Some of the principle values that came to define thought in the nineteenth century were directly derived from the European Enlightenment. Enlightenment thought, which itself built off of the foundations laid by the scientific revolution of the previous century, emphasized the importance of empirical argumentation and rationalism, all of which would allow for the creation of a future utopian society. These ideas, combined with the massive wealth and new economic opportunities that were taken advantage of by the discovery of the New World, shaped the creation of the nineteenth-century world order.
The paramount development in the 1900s was the discovery of coal in England. This was the event which ultimately precipitated the Industrial Revolution. The older Enlightenment-era confidence in the powers of science and human reason to forge a better world seemed to be materializing in the realm of industry, engineering, and technological innovation. Because of the opportunities opened up by such developments as the steam engine and the mass production of gunpowder weaponry, Europeans were able to export their ideas of cultural and material superiority across the world. Their technical superiority and colonial mindset gave them claim to any and every foreign place that they made contact with. Post-Enlightenment ideals like positivism, evolution, free-market capitalism and, eventually, economic utopianism structured the way Europeans thought of themselves. These views encouraged them to press forward with more development and more sophisticated socio-political organizations. If the foreign territories they came to colonize could not keep pace with this new change, then Europeans believed it their duty to facilitate their cultural evolution, often through violence.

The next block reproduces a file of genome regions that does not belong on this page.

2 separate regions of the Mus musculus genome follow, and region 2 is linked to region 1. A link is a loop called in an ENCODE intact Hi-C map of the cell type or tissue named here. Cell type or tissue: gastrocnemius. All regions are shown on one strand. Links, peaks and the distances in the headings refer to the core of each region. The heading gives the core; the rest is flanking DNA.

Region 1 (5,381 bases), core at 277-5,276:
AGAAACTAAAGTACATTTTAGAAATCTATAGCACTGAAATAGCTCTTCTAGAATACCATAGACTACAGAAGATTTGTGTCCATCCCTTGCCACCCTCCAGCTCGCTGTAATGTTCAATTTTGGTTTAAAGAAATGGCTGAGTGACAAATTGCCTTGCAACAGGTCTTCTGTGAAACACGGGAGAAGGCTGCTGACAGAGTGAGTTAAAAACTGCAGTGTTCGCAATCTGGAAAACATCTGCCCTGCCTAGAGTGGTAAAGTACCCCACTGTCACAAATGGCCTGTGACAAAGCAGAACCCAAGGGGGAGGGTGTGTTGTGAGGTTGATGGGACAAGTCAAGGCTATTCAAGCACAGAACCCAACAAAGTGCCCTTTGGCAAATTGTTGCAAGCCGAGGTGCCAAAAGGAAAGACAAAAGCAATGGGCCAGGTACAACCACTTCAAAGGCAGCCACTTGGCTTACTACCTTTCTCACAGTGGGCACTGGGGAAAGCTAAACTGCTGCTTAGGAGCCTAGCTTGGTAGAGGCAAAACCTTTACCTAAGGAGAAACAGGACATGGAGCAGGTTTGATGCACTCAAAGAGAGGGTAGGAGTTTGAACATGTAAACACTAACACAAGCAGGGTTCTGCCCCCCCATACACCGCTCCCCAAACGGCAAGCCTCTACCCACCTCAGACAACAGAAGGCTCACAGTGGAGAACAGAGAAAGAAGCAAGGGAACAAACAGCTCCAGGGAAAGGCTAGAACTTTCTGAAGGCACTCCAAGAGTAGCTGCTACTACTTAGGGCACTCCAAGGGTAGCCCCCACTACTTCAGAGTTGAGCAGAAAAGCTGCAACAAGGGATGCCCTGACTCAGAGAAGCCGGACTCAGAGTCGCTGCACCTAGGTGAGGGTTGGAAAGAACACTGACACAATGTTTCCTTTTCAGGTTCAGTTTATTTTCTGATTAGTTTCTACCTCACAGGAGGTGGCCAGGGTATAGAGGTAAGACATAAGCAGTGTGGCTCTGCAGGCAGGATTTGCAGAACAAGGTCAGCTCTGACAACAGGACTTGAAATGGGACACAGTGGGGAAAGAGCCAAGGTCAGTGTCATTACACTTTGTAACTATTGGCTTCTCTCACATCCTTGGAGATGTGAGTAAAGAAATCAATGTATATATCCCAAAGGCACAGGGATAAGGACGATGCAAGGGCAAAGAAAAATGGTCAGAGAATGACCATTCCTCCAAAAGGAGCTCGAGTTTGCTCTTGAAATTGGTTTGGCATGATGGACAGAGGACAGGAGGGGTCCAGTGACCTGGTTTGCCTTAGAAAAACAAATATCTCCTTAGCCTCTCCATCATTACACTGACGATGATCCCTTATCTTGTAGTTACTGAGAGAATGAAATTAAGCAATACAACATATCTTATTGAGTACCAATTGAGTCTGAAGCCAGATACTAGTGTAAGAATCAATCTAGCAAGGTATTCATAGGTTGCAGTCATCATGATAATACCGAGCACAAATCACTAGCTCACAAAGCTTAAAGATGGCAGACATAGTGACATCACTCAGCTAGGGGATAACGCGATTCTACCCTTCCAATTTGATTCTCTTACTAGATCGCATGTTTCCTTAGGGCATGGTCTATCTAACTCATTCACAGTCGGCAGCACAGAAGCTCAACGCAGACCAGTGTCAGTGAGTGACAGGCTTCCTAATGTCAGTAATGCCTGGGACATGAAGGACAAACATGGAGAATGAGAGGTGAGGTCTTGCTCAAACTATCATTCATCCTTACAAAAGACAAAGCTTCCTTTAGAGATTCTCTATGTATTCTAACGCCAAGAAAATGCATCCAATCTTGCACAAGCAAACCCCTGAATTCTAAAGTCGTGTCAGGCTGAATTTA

The 19th century world order, then, was based off of this combination of the belief in progress and modernity with a sense of European exceptionalism.